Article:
Subsidence problem bigger than first feared at Regent Circus
Updated 9:51pm Friday 7th March 2014 in By Mike Benke, @Michael_Benke
THE effects of subsidence on properties close to the Regent Circus development are worse than originally feared, it was revealed at a meeting tonight between residents and contractors.
It was already known there were major issues with the Rehoboth Strict Baptist Chapel in Prospect Hill but property owners at the meeting revealed the problem is far more widespread, with cracks appearing in houses and businesses all along Cross Street.
ISG Construction, which is building the leisure complex, has promised to speak with any residents affected and repair any damage caused by the works.
At the meeting, ISG Director Rob Martin said: “We will put right any problems caused by this development. It is our responsibility to fix things.
“We will finish our work and then look at the problems in the properties. We will then monitor them until we are confident there will be no more issues.”
It also emerged at the meeting that while the recent heavy rain fall has been a factor, ISG have been monitoring the site since August after detecting movement.
However, many residents still had worries afterwards about the long term effects of any damage such has getting insurance and selling properties on.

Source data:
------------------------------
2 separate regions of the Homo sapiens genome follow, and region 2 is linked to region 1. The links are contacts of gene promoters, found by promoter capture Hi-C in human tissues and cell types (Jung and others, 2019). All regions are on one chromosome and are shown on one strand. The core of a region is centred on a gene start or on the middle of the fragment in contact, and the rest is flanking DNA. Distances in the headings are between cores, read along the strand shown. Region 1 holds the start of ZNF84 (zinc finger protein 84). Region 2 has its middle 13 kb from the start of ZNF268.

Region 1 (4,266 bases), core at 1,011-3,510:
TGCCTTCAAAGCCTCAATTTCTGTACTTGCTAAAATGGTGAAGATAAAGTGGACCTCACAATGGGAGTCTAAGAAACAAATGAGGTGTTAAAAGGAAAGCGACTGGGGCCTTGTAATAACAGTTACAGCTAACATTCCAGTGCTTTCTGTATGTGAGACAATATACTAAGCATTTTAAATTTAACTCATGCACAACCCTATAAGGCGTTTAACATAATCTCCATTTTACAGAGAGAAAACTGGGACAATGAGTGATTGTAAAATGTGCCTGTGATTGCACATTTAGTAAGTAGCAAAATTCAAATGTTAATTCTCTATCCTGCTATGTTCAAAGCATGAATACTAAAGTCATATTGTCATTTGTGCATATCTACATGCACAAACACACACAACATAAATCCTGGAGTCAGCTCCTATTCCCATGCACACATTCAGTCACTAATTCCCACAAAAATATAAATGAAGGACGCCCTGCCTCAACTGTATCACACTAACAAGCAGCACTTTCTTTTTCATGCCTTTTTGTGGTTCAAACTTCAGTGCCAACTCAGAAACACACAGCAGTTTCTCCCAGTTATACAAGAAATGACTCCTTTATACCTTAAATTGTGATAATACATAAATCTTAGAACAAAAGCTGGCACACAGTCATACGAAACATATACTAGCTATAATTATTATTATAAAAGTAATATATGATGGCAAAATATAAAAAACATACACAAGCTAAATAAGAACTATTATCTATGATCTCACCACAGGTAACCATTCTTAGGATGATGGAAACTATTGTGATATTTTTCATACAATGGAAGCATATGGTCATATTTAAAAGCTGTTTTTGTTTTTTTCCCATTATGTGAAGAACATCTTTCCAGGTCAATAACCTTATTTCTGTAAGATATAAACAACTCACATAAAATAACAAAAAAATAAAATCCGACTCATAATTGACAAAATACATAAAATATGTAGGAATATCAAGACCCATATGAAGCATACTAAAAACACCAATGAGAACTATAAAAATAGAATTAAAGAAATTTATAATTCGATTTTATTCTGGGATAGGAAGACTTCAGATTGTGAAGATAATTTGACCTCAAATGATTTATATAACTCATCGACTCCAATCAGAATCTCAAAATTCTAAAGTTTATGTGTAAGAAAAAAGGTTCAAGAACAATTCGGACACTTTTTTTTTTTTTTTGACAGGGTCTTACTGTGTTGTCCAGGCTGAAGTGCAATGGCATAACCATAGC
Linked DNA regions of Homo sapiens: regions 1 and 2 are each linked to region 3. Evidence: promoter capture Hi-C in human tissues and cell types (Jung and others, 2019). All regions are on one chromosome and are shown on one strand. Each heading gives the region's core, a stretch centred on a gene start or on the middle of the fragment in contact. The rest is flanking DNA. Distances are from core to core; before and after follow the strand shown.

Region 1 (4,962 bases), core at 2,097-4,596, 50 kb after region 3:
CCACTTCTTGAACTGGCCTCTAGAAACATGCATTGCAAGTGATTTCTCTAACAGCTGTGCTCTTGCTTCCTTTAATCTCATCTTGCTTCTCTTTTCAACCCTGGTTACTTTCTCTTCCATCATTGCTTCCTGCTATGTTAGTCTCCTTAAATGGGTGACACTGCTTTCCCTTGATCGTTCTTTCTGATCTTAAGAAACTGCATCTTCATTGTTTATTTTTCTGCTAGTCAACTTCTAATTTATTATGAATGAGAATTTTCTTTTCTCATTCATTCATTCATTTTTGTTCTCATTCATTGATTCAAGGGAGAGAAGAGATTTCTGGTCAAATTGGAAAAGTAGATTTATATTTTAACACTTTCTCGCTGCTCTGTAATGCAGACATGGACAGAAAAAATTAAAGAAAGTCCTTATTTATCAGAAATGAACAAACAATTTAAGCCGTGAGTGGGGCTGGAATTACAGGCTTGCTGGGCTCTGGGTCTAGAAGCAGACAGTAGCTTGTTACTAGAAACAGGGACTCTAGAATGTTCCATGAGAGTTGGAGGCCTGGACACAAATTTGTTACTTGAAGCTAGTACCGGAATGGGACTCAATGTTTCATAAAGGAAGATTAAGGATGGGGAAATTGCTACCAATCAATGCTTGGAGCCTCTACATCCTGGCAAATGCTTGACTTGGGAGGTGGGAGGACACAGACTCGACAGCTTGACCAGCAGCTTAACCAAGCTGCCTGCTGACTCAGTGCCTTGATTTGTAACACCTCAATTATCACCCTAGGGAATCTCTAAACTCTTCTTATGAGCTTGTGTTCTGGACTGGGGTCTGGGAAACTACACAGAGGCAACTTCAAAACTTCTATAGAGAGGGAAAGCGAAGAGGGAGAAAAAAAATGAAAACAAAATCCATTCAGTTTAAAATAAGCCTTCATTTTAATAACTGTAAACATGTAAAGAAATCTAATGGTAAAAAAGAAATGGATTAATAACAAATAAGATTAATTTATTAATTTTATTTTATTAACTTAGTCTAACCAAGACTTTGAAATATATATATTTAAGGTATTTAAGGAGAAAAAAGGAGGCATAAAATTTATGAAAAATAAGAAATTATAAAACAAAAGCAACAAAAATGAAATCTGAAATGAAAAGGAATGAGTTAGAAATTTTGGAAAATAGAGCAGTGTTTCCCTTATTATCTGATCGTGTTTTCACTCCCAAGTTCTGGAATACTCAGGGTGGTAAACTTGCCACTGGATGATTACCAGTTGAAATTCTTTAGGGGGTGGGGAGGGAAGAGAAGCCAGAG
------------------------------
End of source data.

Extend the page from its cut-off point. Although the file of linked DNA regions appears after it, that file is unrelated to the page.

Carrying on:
Polly Strange, of Cross Street, said: “We had absolutely no problems before the work started and now there are cracks several millimetres wide.
“I am worried that when I come to sell the property this will show up and affect the value, even after the work has been repaired.”
The meeting was organised by South Swindon MP Robert Buckland and run by Peter Green, secretary of resident group Swindon Back Garden.
He said: “The meeting showed that the problem is far more widespread than we initially thought but I am convinced ISG are committed to helping with the problem.
“The next stage now is to look in more detail at the problem and move forward from there.
“It has also emerged after the meeting that several houses have also been contacted by building firms offering to fix problems. People need to ignore these as ISG have already said they will fix any damage.”
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